Zoo Logic by Mark Leckey

The Walker Art Gallery presents two installations by Turner Prize-winning artist Mark Leckey. The installations represent the artist’s long-standing interest in moving image and broadcast technology, and specifically in Felix the Cat.

A Felix doll on a gramophone turntable was the first picture transmitted on TV in America in 1928. Visitors are invited to see Birkenhead-born Leckey’s Inflatable Felix, a huge, blow-up version of the cartoon cat.

The gallery will also display 'FEELINTHECAT', a 70th anniversary Arts Council Collection commission. This immersive installation consists of a large dome, shaped to resemble Felix’s head. Inside the dome, two screens play a film which shows Mark Leckey transforming into Felix.

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Lubaina Himid: Meticulous Observations and Naming the Money

An Arts Council Collection National Partner Exhibition

A powerful new exhibition by 2017 Turner Prize nominee Lubaina Himid MBE, Lubaina Himid: Meticulous Observations and Naming the Money features works selected by Lubaina from the Arts Council Collection, along with 20 figures from her major installation, Naming the Money. 

The pieces selected by Lubaina are all by women artists, and will occupy one room within the gallery. At the centre of this display is her 1987 series of watercolour drawings, ‘Scenes from the life of Toussaint L’Overture’, about the former slave who led the Haitian revolution. The meticulous detail within this series, and its focus upon some key moments and everyday happenings in L'Ouverture’s life, has inspired Lubaina’s selection of other works by artists including Bridget Riley and Claudette Johnson.

The full installation Naming the Money was gifted by the artist to the International Slavery Museum. It addresses how Europe’s wealthy classes spent their money and flaunted their power in the 18th and 19th centuries, by using enslaved African men and women. The highly individual sculptural figures, each with their own profession and life-story, demonstrate how enslavement was disguised and glamorised. The enslaved people were made to look like servants or dressed in the clothes of courtiers. Visitors to the Walker will find groups of these figures positioned around the gallery in configurations determined by the artist.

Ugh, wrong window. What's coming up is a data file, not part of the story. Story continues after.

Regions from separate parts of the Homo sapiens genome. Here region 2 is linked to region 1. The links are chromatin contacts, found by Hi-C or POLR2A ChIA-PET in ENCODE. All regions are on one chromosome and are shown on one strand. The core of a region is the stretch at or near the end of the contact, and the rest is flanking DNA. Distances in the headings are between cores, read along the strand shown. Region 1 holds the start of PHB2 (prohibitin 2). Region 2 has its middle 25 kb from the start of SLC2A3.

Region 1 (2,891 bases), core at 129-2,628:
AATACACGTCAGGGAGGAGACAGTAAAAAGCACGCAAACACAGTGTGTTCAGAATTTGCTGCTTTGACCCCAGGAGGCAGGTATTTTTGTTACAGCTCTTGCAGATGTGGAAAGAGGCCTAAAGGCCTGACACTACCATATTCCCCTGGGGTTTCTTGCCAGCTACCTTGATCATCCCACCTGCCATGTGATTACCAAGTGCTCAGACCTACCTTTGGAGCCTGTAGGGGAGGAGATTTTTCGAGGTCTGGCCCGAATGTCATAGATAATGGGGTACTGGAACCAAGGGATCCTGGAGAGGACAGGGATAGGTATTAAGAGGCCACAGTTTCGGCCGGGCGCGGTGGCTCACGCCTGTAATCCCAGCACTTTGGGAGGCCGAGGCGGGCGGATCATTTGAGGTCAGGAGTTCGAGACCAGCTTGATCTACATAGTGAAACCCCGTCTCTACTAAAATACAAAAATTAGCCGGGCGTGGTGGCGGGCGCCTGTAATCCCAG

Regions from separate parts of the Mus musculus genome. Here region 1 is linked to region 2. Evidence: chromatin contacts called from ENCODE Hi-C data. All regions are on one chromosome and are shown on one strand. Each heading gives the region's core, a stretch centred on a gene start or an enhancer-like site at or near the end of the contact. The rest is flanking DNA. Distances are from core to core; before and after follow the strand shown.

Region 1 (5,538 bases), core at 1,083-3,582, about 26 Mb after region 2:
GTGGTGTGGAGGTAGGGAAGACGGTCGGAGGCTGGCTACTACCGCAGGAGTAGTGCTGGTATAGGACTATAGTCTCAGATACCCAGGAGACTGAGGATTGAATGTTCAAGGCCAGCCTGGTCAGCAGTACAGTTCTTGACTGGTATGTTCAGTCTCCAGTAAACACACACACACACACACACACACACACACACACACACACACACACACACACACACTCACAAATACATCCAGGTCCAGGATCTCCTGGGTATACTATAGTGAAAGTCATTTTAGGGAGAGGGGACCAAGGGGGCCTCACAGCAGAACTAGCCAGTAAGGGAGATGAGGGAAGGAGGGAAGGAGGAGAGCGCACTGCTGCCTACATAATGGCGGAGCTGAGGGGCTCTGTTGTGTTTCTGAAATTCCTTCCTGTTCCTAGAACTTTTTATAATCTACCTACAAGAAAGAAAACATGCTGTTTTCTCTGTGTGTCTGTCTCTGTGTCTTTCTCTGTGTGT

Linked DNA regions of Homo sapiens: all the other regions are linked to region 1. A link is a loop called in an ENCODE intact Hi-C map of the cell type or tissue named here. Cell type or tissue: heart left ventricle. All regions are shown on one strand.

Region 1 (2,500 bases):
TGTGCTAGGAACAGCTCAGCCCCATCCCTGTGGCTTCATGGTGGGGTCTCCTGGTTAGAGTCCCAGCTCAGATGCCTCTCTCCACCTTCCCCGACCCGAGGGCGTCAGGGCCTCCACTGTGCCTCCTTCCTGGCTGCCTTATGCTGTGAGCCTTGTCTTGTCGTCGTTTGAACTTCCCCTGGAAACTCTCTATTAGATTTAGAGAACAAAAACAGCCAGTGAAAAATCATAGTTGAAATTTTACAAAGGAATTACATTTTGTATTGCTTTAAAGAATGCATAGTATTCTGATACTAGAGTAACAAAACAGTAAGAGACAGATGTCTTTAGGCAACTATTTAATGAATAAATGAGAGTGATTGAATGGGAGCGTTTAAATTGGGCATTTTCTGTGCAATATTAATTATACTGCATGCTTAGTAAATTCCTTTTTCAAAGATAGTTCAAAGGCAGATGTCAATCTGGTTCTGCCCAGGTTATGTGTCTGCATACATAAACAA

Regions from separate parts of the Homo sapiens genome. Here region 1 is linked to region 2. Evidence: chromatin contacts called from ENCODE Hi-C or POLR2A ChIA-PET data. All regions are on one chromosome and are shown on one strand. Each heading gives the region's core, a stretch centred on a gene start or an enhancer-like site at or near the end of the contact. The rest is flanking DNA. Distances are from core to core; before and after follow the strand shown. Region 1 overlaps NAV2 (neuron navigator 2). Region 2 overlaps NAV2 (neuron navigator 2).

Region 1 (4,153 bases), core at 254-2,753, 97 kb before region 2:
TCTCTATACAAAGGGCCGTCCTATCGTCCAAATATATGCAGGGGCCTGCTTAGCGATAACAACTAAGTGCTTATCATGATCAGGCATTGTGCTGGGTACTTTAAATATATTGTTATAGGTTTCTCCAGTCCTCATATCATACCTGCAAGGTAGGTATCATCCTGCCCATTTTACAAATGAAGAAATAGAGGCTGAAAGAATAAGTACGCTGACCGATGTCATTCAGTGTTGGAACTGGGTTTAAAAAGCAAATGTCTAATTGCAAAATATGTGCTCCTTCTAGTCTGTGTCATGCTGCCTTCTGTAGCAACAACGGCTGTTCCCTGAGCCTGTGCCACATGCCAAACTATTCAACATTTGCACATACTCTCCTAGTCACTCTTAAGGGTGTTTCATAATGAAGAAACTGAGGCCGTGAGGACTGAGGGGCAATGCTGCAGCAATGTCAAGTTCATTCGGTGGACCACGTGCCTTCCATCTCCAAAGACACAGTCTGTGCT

Find out more about the ehibition and related events on the Walker Art Gallery Website



Leo Fitzmaurice: Between You and Me and Everything Else

An Arts Council Collection National Partners Exhibition

As part of the Arts Council Collection National Partners Programme, Liverpool-based artist Leo Fitzmaurice will create an assembly of portraits within Room 9 at the Gallery. 

The artist will gather together artworks from both the Arts Council Collection and National Museums Liverpool’s own collections, with a painting from the Lady Lever Art Gallery called Psamathe (1879-80) by Frederic, Lord Leighton as a key work in the exhibition. This image shows a female nude from behind and the subject appears to be looking out to the sea in front of her. Fitzmaurice will aim to expand upon this “tone of inquisitiveness in the world beyond” through a selection of works dictated by the direction in which the sitters seem to be looking. At first glance, Room 9 may look like many other rooms in the Gallery. However, on closer inspection visitors will notice something unusual about the placement of the portraits and the direction in which the sitters appear to be looking.